I began to multitask, shoveling and staring this sloth down. This one was a female, and she was seductive. I have never ever laid with a sloth, but — this one, man — this one was enticing. She lazily drew closer, her body dragging her extremities, and her extremities dragging her body. I squinted the sexiest squint I am capable of, and drew closer as well, albeit more cautiously and upright. As she raised her right arm and curved hoof to draw me in — in order to, I am supposing, give me a sloppy kiss — I threw the shovel to the ground between us, and dictated, “That’s enough!” and proceeded to draw my light saber to slay this one in the fashion that she would no longer have a head. It was a clean incision, and she stood there motionless, a very common characteristic in this species. Then her head slid off to the left, as I had made the incision at an angle from the upper right down to the lower left of the neck. I gave my eyes a dramatic roll, and then proceeded to boot the head across the street into the neighbors yard. I let the body rot in the driveway, as I hastily finished the secondary drive.

The point of this entry is rather simple: Slay the sloths. The thing that keeps us from achievement is the sloths. They encourage us to put the shoveling off until tomorrow, and then tomorrow the sloths will catch us and turn us into one of them. Then we will do to others as the sloths did to us. There is, however, the story of when I did become a sloth, and how I came out of that dreary spell. I should save that one for later, though. In the meantime, you should simply seek to slay them. May the force be with you.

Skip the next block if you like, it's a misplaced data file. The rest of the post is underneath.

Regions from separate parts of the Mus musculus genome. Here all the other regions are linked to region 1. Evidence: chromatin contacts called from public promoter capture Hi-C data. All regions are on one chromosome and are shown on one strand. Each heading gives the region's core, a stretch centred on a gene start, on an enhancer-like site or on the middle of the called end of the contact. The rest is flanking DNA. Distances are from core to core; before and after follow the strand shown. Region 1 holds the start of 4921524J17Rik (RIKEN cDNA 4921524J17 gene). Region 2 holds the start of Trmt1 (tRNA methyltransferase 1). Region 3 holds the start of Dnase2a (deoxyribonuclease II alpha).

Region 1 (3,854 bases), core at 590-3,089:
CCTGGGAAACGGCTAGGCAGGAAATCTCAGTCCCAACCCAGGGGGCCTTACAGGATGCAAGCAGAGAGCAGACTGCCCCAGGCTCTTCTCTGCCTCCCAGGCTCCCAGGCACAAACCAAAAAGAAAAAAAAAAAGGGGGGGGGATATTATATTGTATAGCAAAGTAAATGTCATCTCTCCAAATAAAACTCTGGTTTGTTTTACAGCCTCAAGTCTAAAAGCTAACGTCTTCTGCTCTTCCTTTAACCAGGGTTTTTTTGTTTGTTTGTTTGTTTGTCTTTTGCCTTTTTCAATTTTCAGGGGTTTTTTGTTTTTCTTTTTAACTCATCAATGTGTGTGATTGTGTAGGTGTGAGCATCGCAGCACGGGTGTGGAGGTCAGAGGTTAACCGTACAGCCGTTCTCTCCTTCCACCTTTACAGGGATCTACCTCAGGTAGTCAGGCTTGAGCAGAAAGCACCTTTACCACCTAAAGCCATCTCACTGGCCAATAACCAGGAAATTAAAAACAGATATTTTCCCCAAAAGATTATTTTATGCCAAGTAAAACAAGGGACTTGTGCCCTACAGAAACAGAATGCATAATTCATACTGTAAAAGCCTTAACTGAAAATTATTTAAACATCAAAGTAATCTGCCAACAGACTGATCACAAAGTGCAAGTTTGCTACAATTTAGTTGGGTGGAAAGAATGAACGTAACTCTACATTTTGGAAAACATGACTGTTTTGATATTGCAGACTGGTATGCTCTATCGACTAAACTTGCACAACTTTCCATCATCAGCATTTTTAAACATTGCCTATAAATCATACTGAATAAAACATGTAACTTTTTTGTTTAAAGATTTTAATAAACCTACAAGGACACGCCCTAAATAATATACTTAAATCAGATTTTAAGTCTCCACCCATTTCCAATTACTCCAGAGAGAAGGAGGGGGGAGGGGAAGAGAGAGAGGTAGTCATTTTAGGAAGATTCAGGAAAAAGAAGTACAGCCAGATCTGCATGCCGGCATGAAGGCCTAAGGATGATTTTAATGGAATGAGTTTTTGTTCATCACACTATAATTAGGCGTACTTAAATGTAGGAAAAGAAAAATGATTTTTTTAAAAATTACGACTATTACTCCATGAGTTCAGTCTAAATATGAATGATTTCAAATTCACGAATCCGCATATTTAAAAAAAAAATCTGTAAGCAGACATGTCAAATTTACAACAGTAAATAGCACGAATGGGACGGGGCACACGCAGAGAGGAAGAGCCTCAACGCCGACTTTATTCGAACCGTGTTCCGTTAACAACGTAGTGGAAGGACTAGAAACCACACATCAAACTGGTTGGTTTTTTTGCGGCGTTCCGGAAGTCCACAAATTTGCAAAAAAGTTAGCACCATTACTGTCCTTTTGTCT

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The Tribute (http://www.youtube.com/watch?v=kCV7IuRaCBY)

  • The costume consists of the fedora, white glove, loafers, socks, and black pants. I decided to wear a designed t-shirt because I wanted to try and capture some of Michael’s element from the Victory tour. He wore a blue t-shirt under his sequined jacket in that tour, and I thought that looked very cool. My parents bought the jacket, and it’s special because it’s a replica of the jacket he wore during his 30th Anniversary Concerts. Usually he wore the jacket without the stripe, but those September concerts — the concerts that made me a fan — were ones where he wore the arm band. I was most disappointed with the pants. They weren’t short enough and they didn’t have a stripe down the sides.